In a column in the Washington Post on Monday, Graves wrote about how she has received letters and emails from top colleges urging her to apply to the schools. For example, Yale University sent the following message to her in September:
As the Dean of Yale College, I write to congratulate you on your academic success and to introduce you to Yale’s diverse opportunities and communities...As you consider your college options, I hope that Yale remains among your top prospects.It sounds like Yale really wants to admit her. But Graves, who admits to being “a fairly average” student, was not convinced:
My grades are nothing to brag about, and I didn’t qualify for the National Merit Competition. I haven’t lead a team sport, conducted scientific research or been in all-state band. My mom might tell me I’m brilliant, but I’m not even in the top quartile at my public high school.After doing some research, Graves learned that Yale sends such solicitations to about 80,000 high school students a year to fill a class of 1,300. The university rejects nearly 94 percent of students who apply. She wrote:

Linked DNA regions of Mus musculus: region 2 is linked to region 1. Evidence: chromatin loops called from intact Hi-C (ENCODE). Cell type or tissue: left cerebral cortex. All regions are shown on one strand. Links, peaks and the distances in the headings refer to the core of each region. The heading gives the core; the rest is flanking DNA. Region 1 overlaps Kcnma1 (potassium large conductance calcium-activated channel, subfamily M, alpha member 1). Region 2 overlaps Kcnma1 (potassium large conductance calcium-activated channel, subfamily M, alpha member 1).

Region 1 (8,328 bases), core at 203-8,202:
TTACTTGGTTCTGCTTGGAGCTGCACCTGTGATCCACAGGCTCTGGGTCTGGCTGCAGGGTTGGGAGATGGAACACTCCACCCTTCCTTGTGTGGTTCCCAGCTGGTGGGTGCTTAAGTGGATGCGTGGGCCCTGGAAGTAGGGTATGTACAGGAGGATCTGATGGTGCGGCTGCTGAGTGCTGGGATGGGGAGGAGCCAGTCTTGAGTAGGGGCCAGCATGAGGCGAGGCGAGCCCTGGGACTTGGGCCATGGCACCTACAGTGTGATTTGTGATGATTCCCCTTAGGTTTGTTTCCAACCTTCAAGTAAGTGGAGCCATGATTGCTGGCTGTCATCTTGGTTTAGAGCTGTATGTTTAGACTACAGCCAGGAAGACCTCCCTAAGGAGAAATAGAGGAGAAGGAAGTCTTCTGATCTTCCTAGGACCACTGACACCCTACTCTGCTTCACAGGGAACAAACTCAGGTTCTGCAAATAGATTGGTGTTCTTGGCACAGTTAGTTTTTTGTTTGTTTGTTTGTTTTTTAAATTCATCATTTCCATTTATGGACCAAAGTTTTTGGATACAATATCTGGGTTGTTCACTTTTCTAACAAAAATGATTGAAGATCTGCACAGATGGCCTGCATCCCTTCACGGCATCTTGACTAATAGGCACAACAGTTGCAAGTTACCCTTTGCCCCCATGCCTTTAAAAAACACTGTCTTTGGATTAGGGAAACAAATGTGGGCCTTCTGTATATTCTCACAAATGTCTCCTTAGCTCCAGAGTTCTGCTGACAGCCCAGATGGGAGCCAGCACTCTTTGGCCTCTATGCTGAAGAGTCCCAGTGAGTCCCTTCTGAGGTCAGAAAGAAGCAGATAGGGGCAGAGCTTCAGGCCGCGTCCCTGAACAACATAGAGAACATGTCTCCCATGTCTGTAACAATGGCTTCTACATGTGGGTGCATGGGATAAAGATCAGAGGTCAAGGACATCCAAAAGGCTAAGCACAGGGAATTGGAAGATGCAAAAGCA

Immediately, that grandiose vision of me, strolling through New Haven in a bulldog sweater, conversing about important intellectual matters with my esteemed peers and professors, was halted by an abrupt reality check.Graves recognizes that selective colleges that inundate students with personalized letters and emails urging them to apply are not necessarily contacting them because the schools intend to admit them. In reality, colleges often encourage students to apply so that they can reject them.
As my colleague Rachel Fishman and I wrote in Washington Monthly’s College Guide this fall, the aim of the game for these colleges is to boost the number of students who apply and can be rejected. By doing this, the schools see their acceptance rates fall, making them appear to be more selective – which helps them rise up the U.S. News & World Report rankings.
These types of tactics feed into the frenzy of college admissions that leads students to apply to as many schools as possible, even if they don’t have a chance of being admitted to many of them.
This may be an effective strategy for schools in terms of gaming the college rankings. But it is unfair to the students who are being hoodwinked. As Graves wrote, these e-mails and letters give students “a false sense of hope” that is dashed as the rejection letters pile up."